Your message shows your incomplete understanding of Islam and other mentioned religion. If you don't worship buildings then some day it might be OK for saudis to level kabba. Oh wait a minute they can't do that..they make billions out if it. I am sorry i did not realize that. You kill hundreds when someone destroys a mazzar or old mosque where people don't even pray but you won't say a word when beloved mohammed's house is being destroyed. I know it is not being worshiped nor it should be but, being a historical figure he is his artifacts should be preserved for coming generations.

Wow what a Hypocrisy!!!

Allen, Pakistan - 08 September, 2005

Leadership ?

With gullible minds and empty
as a shell.We seek a leader to control our affairs with the non-Islamic world! With
petty minds we fight over the
stone and clay structures as
if they would protect us when
we meet our creator.Since the
election of Caliph Abu Bakr Siddiq, opportunists have risen time after time and will continue to prop up.We with our feeble minds will be
intoxicated by their words.If
only we seek the Truth from the Creator with an open mind
and heart.Then we will not need a single leader,for we as the Ummah shall stand firm
to the will of Allah.

Khalid Rahim, Canada - 10 September, 2005

To Sheikh-ul-Islam Allen

You are absoluetly right I have an incomplete understanding of Islam whereas you are the Scholar in everything that is Islam, arent You? Go sell crazy somewhere else Allen! The only time you bother to post your comment is when you see an opening to bash and malign Islam, so forgive me if i doubt your knowledge in Islam. Mosques are places of worship, Kabba is the biggest most significant mosque in Islamic world so the parallel drawn between the sanctity of Kaba-tuAllah and houses are completly irrevalent. Again in Islam we don't want to leave our future generations mere symbols, because we dont worship symbols, like i said before we draw our guidance from the book of Allah the Holy Quran and that is sufficient to leave for future generations. We do appreciate your concern though but i think we'll pass on your "Fatwa" as to what is better for our future generations.

ABU_SAFWAAN, United Kingdom - 10 September, 2005

A Vain Search

I think the author is vainly looking for a leader. He may or may not be right to think that Islamic leaders from the East have failed and somebody must emerge from the West. Isn't the concept of Umma itself an anti-thesis of what the author wants to see achieved?
I believe the great prophet left this world leaving his followers to find their own ways and not leaders! He could jolly well have appointed his successor if wanted to do so. The lesson is there isn't one saviour. There isn't one guide. Unfortunately, people keep talking of Quran-sharif but fail to grasp the essence of the silent message conveyed by prophet in the evening of his life. Though, he said that Allah perfected the religion for humankind, yet he did not appoint a successor. Aspiring for a leader above all shows that this lesson is not acceptable.
The Muslim world has spread to the farthest corners of the planet Earth. Perhaps the Prophet could visualise this development and did not think it fit to launch the 'successor system'. Let us not forget that Islam is a Religion. When it spread beyond Arabia it entered into different regions having different cultures. Religion and Culture are not synonymous. The Leader too would belong to one of the many cultures. Will he be acceptable to other cultures? The spread of Islam in culturally different lands has foreclosed the possibility of emergence of one Leader.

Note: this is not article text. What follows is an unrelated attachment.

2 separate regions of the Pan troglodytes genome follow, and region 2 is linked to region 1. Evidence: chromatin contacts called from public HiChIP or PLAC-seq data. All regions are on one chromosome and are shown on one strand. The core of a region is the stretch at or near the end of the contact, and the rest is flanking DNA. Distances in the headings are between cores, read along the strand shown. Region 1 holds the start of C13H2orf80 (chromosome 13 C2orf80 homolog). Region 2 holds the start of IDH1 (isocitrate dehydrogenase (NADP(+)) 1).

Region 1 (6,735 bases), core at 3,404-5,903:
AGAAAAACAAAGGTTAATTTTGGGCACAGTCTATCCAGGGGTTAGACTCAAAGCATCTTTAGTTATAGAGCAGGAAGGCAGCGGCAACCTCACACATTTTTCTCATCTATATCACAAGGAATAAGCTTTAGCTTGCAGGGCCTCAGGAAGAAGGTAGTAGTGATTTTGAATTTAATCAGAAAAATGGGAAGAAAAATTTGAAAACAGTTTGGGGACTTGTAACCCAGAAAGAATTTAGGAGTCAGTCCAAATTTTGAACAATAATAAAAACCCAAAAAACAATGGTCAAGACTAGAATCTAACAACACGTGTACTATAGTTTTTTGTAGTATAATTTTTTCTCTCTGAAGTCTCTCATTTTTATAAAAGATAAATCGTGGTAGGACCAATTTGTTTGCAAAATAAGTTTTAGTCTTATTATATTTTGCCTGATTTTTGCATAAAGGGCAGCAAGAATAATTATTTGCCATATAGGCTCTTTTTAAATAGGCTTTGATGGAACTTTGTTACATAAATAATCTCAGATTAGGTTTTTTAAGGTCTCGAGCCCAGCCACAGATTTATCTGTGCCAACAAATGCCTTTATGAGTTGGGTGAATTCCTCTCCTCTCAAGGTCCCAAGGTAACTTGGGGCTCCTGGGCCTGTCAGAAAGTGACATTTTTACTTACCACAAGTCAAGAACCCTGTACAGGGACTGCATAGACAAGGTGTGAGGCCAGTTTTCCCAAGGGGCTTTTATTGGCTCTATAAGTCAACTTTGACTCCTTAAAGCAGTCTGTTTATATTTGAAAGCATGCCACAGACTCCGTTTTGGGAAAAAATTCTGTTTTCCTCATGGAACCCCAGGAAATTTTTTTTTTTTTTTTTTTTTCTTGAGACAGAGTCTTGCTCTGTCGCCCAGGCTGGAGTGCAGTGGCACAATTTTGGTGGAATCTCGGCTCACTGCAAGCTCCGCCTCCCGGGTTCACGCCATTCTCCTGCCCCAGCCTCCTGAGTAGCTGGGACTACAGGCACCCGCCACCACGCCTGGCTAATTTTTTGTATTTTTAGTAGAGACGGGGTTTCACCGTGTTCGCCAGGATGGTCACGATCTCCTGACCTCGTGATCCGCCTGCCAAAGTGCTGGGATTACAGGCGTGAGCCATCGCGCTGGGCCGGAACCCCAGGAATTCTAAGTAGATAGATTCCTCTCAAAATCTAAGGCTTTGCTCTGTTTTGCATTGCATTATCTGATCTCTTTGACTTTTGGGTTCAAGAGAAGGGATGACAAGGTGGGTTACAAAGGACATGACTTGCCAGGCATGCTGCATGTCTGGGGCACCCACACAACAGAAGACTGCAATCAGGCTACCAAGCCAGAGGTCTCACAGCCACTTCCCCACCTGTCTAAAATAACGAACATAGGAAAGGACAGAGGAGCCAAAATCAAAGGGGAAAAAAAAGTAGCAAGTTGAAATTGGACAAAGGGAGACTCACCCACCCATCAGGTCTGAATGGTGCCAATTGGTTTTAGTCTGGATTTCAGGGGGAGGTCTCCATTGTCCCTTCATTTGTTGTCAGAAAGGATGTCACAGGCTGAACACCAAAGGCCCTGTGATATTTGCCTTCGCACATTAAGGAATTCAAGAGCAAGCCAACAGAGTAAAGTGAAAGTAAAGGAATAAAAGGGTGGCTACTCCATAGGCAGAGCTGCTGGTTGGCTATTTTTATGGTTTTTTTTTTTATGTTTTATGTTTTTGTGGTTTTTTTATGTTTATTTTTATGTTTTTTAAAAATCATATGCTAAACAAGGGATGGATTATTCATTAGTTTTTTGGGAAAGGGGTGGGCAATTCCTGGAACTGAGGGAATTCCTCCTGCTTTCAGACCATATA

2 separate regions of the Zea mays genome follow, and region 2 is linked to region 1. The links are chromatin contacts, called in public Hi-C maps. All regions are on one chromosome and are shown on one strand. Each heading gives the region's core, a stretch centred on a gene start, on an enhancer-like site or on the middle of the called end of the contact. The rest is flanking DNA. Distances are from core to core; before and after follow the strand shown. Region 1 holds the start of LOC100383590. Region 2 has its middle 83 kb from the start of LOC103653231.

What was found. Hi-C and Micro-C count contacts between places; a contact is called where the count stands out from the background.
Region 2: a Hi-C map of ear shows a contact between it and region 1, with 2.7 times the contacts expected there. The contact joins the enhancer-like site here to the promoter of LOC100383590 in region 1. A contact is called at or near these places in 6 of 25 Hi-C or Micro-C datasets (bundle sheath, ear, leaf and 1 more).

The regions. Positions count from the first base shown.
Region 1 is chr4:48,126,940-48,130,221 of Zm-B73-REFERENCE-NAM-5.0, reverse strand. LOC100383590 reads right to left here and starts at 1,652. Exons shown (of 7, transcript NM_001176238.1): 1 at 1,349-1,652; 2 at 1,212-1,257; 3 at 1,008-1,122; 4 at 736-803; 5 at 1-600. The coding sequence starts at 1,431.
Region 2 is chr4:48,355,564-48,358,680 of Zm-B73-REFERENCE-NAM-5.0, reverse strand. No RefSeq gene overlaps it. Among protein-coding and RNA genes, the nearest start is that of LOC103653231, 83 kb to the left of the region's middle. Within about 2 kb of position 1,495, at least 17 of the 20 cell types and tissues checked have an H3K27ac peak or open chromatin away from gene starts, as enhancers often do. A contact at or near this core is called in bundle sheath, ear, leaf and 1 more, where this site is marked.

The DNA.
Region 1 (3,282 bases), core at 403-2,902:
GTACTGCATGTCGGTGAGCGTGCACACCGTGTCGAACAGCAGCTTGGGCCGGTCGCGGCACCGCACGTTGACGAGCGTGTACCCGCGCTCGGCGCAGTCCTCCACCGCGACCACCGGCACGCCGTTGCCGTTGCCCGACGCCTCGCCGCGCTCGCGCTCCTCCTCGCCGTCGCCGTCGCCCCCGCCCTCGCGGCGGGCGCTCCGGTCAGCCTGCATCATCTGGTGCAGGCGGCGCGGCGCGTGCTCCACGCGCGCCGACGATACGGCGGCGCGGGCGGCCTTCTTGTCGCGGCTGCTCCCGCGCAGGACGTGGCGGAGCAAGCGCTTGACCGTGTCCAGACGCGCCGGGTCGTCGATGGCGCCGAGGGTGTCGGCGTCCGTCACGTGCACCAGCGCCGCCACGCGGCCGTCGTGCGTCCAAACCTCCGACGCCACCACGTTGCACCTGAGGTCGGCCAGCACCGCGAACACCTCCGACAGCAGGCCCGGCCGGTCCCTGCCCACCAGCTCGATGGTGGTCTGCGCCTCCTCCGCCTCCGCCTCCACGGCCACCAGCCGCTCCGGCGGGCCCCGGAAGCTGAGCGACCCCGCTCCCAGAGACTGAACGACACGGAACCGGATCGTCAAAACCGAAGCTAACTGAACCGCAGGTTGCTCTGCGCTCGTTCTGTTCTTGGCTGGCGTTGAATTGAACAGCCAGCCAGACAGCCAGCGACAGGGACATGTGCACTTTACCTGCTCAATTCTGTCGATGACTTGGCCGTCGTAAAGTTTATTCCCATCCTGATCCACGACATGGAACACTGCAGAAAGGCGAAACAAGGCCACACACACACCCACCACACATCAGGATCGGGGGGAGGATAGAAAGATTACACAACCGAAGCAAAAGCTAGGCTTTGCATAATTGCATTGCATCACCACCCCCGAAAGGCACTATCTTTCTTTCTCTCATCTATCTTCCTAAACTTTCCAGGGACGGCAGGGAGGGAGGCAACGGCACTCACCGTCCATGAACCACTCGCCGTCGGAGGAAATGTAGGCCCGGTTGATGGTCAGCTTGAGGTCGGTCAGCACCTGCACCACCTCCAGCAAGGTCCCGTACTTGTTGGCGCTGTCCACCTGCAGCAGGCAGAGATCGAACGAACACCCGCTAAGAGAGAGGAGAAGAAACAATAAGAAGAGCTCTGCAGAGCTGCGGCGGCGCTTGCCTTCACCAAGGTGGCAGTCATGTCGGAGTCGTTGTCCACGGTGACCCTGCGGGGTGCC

Why do you aspire, first of all for The Leader? Where from will he come? From Bosnia? Or from Africa? Maybe from Bangladesh? Will he come from India or Pakistan? Turkey or Palestine? Iraq or Libya? Chechnya or Magyar in China? Oh, from a Western country! Superior as the Western world is, and already the leader of the world in almost every sphere! Then, why should it refuse to lead Muslims of the world? It will certainly welcome such an opportunity! So, you are already willing to bow before the Western world, you think is the most corrupting, despicable world harbouring animosity towards Islam
It is a historical fact that even the system of appointing a consensus candidate lasted in case of only the first four Khulafa-e-Rasool even though Hazrat Ali's appointment did raise controversy. And what happened after Muaviyah, the first Amir-ul-Momin? The lesson is, the leader will have a tendency to choose his confidant as his successor whether he is acceptable or not to the people at large and you find a chain of rulers of different denominations. This is what has happened to the Islamic world.
The Quranic Umma is a basic democratic idea on which you have to create modern Ummas respecting local traditions. No Umma is superior to the other Umma. And you will have Arabic Islam, South Asian Islam, and European Islam et al.
This is a cultural Islam and not a political Islam. To view Western democracies as Christian world is, at best, a myopic vision. The content of today's Western world is Capitalism and not Religion. It is Capitalism and not Religion of the West that is gripping the world (Author admits that Islam today is the fastest growing religion). It is the question of values. Judge the Muslim world on this scale.
Another thing. Every religious group has the right to follow its own religious path. In a multi-cultural society this should be a rule and not an exception. Talking about Muslims, they do not always and forever live in Muslim countries. The laws of the country they choose to live in bind them. This too will shape their umma.
No religion can be a monolith and a reality check is required to understand the process that has made Islam what it is today. At least, this will bring us to a saner conclusion that the ancient idea of a saviour – another Son of God of Christians, an Avtara of God (i.e. God in human form) of Hindus or another Rasool of Islam is not going to come to save us. Islam, of all the Religions, is very specific about it.

Dipak Dholakia

Dipak Dholakia, Hungary - 11 September, 2005